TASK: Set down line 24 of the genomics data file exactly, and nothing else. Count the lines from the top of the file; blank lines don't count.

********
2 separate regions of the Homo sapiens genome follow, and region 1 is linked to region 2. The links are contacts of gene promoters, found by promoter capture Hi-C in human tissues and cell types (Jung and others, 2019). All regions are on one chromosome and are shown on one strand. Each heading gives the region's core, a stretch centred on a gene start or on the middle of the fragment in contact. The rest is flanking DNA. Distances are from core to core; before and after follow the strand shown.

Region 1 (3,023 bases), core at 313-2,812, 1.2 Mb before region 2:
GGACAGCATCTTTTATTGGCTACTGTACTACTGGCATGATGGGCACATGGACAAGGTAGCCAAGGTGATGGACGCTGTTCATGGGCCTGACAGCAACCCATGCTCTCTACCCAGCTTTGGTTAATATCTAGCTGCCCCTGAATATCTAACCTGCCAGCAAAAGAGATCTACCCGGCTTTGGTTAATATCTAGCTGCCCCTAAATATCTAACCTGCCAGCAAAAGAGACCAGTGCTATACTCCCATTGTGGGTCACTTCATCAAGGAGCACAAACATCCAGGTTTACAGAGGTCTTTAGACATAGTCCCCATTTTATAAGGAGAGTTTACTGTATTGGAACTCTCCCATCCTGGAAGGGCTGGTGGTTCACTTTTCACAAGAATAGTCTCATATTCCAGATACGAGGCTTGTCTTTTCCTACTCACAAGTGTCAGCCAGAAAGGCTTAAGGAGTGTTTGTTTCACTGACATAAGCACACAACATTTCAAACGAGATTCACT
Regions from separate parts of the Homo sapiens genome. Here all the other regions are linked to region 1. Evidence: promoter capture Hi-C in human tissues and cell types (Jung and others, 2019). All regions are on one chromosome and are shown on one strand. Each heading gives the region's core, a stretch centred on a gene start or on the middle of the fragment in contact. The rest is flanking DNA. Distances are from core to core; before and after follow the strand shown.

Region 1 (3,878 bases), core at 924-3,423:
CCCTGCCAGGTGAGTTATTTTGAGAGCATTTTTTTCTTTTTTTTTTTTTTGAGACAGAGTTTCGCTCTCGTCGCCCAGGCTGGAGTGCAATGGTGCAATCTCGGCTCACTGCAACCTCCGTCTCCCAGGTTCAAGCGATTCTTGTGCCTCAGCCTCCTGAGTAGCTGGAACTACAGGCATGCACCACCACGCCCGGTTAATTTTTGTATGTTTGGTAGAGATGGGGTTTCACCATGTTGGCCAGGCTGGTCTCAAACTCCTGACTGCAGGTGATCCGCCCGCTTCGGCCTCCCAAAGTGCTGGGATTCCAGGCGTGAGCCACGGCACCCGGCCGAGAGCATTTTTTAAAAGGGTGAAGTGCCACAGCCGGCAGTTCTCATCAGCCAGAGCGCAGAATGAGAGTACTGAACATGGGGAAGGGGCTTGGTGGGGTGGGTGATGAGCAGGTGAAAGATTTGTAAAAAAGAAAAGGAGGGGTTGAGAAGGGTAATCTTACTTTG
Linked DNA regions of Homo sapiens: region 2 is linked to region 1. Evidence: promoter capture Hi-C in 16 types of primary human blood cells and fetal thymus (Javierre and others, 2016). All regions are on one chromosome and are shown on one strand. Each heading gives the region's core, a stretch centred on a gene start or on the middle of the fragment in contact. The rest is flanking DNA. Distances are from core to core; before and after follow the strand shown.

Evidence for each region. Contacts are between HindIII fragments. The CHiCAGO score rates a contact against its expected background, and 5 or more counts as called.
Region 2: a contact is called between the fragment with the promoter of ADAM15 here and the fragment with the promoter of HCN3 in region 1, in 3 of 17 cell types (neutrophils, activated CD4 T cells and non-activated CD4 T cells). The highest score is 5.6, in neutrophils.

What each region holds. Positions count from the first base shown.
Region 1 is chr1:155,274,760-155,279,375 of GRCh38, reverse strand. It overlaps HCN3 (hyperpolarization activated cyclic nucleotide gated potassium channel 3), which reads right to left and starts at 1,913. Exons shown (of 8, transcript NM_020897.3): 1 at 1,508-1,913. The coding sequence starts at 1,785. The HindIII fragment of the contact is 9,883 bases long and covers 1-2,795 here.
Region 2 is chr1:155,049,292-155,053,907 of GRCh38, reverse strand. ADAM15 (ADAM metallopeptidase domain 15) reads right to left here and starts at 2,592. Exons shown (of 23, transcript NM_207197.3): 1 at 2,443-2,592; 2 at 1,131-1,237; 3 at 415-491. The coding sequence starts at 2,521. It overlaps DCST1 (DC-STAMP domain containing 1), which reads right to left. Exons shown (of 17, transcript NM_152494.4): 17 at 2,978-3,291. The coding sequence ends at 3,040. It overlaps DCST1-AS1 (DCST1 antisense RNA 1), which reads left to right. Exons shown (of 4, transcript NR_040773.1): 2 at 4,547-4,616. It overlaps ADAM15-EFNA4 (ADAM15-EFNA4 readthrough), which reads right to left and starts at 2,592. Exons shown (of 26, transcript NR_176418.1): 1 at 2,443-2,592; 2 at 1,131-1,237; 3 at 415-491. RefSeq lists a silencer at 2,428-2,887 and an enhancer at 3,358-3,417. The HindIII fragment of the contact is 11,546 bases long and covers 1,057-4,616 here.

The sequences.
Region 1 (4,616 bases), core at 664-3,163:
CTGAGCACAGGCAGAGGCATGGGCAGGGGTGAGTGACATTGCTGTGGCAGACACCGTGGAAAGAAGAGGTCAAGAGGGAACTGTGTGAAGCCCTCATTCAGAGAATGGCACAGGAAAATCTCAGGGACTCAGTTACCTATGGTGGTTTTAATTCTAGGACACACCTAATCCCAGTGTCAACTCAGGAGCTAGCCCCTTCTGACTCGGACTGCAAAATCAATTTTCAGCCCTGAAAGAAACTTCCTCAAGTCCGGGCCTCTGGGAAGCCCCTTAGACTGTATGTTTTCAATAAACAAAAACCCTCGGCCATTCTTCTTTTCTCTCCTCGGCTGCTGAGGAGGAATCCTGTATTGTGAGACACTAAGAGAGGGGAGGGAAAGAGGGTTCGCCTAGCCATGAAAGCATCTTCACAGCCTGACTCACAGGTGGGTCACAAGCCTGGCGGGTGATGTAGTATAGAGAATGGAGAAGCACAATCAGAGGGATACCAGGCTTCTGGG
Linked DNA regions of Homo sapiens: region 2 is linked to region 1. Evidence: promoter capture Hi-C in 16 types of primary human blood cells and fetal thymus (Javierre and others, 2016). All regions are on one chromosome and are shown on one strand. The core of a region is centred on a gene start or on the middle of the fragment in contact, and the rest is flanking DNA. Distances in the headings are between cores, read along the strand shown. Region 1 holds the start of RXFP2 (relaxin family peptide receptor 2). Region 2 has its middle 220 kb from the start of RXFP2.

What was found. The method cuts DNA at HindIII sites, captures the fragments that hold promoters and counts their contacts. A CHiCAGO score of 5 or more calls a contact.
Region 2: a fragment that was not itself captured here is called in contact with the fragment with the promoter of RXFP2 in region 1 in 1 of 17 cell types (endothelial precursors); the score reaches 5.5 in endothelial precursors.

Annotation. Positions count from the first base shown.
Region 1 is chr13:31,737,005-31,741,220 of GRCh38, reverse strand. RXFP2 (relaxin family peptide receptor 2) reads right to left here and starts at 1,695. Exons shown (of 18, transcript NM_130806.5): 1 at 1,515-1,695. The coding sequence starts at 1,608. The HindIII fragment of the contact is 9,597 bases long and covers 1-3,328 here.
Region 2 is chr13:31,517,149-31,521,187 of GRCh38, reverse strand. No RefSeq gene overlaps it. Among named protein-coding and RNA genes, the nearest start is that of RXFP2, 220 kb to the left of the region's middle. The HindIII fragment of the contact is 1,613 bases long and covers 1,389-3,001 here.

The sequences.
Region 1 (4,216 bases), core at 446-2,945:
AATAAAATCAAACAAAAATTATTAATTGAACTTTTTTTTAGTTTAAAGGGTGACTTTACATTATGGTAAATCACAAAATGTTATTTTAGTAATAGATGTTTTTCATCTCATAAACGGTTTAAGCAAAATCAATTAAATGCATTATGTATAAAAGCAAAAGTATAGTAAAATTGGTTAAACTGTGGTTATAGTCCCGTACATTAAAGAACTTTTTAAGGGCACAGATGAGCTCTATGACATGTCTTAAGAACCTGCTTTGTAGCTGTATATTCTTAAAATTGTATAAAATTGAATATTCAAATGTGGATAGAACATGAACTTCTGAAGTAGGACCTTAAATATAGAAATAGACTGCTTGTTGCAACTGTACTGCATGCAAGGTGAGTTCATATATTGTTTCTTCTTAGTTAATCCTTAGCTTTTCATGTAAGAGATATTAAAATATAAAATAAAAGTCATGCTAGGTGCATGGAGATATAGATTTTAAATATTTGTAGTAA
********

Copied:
AATAAAATCAAACAAAAATTATTAATTGAACTTTTTTTTAGTTTAAAGGGTGACTTTACATTATGGTAAATCACAAAATGTTATTTTAGTAATAGATGTTTTTCATCTCATAAACGGTTTAAGCAAAATCAATTAAATGCATTATGTATAAAAGCAAAAGTATAGTAAAATTGGTTAAACTGTGGTTATAGTCCCGTACATTAAAGAACTTTTTAAGGGCACAGATGAGCTCTATGACATGTCTTAAGAACCTGCTTTGTAGCTGTATATTCTTAAAATTGTATAAAATTGAATATTCAAATGTGGATAGAACATGAACTTCTGAAGTAGGACCTTAAATATAGAAATAGACTGCTTGTTGCAACTGTACTGCATGCAAGGTGAGTTCATATATTGTTTCTTCTTAGTTAATCCTTAGCTTTTCATGTAAGAGATATTAAAATATAAAATAAAAGTCATGCTAGGTGCATGGAGATATAGATTTTAAATATTTGTAGTAA